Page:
Figure 8 shows an example embodiment of a portable wagering game machine 800. The portable wagering game machine 800 can include any suitable electronic handheld or mobile device configured to play a video casino game such as blackjack, slots, keno, poker, blackjack, and roulette. The wagering game machine 800 comprises a housing 812 and includes input devices, including a value input device 818 and a player input device 824. For output, the wagering game machine 800 includes a primary display 814, and may include a secondary display 816, one or more speakers 817, one or more player-accessible ports 819 (e.g., an audio output jack for headphones, a video headset jack, etc.), and other conventional I/O devices and ports, which may or may not be player-accessible. In the embodiment depicted in Figure 8, the wagering game machine 800 includes a secondary display 816 that is rotatable relative to the primary display 814. The optional secondary display 816 can be fixed, movable, and/or detachable/attachable relative to the primary display 814. Either the primary display 814 and/or secondary display 816 can be configured to display any aspect of a non-wagering game, wagering game, secondary game, bonus game, progressive wagering game, group game, shared-experience game or event, game event, game outcome, scrolling information, text messaging, emails, alerts or announcements, broadcast information, subscription information, and wagering game machine status.

The player-accessible value input device 818 can comprise, for example, a slot located on the front, side, or top of the casing 812 configured to receive credit from a stored-value card (e.g., casino card, smart card, debit card, credit card, etc.) inserted by a player. The player-accessible value input device 818 can also comprise a sensor (e.g., an RF sensor) configured to sense a signal (e.g., an RF signal) output by a transmitter (e.g., an RF transmitter) carried by a player. The player-accessible value input device 818 can also or alternatively include a ticket reader, or barcode scanner, for reading information stored on a credit ticket, a card, or other tangible portable credit or funds storage device. The credit ticket or card can also authorize access to a central account, which can transfer monetary value to the wagering game machine 800.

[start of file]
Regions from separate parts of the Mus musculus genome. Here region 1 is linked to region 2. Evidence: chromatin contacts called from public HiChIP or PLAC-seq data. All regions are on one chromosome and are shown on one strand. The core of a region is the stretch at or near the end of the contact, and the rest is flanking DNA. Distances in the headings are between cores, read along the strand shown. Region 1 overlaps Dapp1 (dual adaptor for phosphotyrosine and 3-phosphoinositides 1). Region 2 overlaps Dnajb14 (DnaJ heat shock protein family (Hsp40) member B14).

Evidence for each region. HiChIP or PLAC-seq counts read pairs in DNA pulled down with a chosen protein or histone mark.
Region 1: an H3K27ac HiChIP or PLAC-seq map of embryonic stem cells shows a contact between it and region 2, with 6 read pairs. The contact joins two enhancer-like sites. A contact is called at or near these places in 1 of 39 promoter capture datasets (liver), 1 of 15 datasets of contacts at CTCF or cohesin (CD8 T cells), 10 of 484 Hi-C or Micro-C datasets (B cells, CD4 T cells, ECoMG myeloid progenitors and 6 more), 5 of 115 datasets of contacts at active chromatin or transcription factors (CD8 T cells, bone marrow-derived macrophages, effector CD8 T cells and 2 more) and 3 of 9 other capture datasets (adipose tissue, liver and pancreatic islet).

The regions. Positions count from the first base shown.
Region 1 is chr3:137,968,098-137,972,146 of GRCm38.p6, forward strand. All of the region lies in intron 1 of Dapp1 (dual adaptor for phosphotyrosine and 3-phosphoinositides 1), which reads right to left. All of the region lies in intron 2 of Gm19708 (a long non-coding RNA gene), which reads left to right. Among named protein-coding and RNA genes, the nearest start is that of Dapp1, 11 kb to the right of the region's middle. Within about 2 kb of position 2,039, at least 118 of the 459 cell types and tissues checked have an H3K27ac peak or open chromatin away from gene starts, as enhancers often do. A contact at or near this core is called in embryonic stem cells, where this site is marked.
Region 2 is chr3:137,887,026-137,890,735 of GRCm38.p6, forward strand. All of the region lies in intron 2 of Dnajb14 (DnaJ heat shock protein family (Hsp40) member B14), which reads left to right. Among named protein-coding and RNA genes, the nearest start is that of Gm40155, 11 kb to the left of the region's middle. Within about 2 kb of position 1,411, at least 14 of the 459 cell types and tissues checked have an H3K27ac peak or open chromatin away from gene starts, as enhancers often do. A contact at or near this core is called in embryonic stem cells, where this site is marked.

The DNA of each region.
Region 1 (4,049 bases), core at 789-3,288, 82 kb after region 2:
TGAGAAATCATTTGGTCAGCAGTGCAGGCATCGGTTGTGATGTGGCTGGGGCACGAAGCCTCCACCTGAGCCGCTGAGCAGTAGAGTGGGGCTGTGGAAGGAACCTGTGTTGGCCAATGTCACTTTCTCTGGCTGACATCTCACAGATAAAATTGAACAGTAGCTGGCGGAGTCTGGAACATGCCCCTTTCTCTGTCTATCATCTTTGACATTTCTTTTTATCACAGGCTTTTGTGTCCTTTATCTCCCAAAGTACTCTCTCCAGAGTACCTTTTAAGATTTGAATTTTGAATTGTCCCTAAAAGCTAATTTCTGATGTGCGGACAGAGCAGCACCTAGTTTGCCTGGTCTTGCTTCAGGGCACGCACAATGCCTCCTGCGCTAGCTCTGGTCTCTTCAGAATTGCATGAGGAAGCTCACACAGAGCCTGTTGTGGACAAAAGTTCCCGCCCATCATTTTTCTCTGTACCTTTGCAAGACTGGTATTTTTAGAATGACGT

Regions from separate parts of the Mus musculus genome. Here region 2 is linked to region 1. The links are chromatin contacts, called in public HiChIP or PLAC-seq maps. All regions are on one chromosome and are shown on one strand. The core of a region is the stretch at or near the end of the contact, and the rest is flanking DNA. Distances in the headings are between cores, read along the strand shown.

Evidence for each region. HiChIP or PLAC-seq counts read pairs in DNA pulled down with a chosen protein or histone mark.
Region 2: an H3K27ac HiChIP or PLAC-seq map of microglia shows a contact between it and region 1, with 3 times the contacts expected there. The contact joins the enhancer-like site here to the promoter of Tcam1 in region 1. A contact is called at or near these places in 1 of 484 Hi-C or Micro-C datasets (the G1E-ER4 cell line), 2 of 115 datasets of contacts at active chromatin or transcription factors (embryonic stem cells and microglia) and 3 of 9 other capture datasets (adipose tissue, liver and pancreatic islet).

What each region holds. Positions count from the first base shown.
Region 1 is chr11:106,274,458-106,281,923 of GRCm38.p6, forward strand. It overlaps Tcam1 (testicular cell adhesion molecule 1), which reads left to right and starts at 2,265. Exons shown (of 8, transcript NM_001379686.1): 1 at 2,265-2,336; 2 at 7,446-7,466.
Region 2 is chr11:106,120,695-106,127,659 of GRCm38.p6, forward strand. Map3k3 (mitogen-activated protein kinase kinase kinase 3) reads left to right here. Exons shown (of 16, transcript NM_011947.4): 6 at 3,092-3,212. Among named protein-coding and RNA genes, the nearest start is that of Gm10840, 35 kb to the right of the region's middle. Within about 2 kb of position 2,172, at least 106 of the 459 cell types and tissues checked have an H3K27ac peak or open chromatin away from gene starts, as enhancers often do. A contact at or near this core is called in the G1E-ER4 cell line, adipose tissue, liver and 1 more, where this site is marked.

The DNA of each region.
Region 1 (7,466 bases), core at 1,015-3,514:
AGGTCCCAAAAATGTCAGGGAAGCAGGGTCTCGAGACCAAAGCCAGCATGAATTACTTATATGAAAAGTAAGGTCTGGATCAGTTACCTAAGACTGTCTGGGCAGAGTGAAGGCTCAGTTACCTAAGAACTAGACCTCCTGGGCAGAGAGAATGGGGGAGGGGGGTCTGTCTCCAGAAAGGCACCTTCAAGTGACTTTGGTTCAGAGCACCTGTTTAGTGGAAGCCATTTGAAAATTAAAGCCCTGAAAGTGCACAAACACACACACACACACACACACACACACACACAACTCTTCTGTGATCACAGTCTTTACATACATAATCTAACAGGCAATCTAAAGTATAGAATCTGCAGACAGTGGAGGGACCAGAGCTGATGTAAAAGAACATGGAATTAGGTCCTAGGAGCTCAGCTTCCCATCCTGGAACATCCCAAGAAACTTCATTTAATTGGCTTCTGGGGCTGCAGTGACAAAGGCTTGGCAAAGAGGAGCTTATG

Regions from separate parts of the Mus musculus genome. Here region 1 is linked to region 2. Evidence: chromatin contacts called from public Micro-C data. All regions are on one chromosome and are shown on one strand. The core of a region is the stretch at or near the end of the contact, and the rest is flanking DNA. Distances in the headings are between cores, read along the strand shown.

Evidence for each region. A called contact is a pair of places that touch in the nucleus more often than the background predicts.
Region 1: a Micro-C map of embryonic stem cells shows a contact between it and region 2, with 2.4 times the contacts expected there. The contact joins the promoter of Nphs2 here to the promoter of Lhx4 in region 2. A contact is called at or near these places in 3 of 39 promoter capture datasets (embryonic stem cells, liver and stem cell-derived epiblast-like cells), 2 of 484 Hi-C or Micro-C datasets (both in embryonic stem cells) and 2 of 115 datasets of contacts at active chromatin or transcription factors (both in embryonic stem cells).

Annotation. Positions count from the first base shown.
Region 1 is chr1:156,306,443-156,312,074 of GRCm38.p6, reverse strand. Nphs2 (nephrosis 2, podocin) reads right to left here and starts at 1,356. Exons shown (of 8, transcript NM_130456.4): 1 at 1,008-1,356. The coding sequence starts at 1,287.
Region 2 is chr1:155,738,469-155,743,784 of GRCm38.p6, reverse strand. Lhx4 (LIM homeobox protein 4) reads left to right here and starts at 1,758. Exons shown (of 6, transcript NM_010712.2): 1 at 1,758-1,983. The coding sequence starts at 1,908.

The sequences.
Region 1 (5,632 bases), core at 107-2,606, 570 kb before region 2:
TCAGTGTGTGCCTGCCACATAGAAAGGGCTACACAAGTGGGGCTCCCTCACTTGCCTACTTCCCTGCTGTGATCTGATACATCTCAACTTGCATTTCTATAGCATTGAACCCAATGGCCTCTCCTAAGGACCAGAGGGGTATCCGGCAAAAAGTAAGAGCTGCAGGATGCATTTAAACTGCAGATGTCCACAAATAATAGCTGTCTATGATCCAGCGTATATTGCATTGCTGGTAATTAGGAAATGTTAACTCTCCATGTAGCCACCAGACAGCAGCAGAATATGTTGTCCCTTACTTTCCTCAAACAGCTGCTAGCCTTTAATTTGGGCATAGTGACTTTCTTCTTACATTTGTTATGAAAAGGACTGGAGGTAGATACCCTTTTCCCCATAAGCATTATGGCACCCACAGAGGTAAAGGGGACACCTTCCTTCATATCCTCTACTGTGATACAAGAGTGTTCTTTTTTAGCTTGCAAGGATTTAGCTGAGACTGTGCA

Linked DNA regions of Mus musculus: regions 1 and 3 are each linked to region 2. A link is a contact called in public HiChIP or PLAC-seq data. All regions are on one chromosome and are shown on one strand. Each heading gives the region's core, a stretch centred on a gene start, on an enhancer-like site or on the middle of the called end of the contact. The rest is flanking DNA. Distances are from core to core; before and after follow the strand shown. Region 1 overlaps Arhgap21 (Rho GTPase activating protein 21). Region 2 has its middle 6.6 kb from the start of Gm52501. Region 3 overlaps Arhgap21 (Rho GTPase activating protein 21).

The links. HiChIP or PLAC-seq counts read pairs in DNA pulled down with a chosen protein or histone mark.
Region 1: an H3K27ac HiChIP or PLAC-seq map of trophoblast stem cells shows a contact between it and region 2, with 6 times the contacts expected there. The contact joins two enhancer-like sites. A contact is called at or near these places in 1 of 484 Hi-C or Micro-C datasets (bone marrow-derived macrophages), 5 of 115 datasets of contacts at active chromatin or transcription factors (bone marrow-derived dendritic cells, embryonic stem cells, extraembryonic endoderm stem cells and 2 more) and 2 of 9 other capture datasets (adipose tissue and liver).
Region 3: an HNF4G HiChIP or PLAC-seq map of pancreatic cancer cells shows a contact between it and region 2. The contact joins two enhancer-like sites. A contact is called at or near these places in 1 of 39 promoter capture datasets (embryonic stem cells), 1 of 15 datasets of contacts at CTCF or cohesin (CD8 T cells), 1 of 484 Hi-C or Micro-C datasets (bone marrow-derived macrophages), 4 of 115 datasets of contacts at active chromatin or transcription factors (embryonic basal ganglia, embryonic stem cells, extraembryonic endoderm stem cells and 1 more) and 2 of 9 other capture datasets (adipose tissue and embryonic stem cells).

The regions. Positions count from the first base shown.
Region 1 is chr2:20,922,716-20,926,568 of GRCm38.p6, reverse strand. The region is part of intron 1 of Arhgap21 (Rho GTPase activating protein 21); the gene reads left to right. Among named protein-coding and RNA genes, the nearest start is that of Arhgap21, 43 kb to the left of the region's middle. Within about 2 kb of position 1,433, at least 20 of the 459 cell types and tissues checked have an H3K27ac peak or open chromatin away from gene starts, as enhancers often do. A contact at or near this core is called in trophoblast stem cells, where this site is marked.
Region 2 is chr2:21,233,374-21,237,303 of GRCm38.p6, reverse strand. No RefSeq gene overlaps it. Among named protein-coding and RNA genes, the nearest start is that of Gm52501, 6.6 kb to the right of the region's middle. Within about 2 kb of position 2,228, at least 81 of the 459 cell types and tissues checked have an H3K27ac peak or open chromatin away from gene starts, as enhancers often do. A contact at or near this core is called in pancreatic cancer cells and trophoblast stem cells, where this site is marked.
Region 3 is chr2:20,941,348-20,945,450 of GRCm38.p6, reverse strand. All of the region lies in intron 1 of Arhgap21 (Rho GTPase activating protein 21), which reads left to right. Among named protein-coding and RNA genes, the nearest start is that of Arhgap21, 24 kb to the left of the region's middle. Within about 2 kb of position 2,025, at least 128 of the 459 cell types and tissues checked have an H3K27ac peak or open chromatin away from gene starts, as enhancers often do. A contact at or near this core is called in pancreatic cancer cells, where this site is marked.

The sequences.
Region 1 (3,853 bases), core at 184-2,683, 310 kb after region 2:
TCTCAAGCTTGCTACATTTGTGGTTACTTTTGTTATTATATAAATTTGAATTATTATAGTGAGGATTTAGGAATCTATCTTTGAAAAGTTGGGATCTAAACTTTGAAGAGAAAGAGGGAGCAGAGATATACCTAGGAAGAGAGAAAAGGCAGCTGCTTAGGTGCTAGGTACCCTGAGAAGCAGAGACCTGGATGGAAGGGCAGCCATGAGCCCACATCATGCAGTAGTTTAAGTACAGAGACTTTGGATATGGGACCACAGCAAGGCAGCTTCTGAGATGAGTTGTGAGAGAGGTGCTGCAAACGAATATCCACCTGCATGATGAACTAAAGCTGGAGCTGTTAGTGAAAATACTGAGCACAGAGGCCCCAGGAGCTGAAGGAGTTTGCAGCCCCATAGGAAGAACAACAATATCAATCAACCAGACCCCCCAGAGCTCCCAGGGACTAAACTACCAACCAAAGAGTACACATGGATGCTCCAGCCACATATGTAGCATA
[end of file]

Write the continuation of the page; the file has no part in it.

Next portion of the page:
Still other player-accessible value input devices 818 can require the use of touch keys 830 on the touch-screen display (e.g., primary display 814 and/or secondary display 816) or player input devices 824. Upon entry of player identification information and, preferably, secondary authorization information (e.g., a password, PIN number, stored value card number, predefined key sequences, etc.), the player can be permitted to access a player's account. As one potential optional security feature, the wagering game machine 800 can be configured to permit a player to only access an account the player has specifically set up for the wagering game machine 800. Other conventional security features can also be utilized to, for example, prevent unauthorized access to a player's account, to minimize an impact of any unauthorized access to a player's account, or to prevent unauthorized access to any personal information or funds temporarily stored on the wagering game machine 800.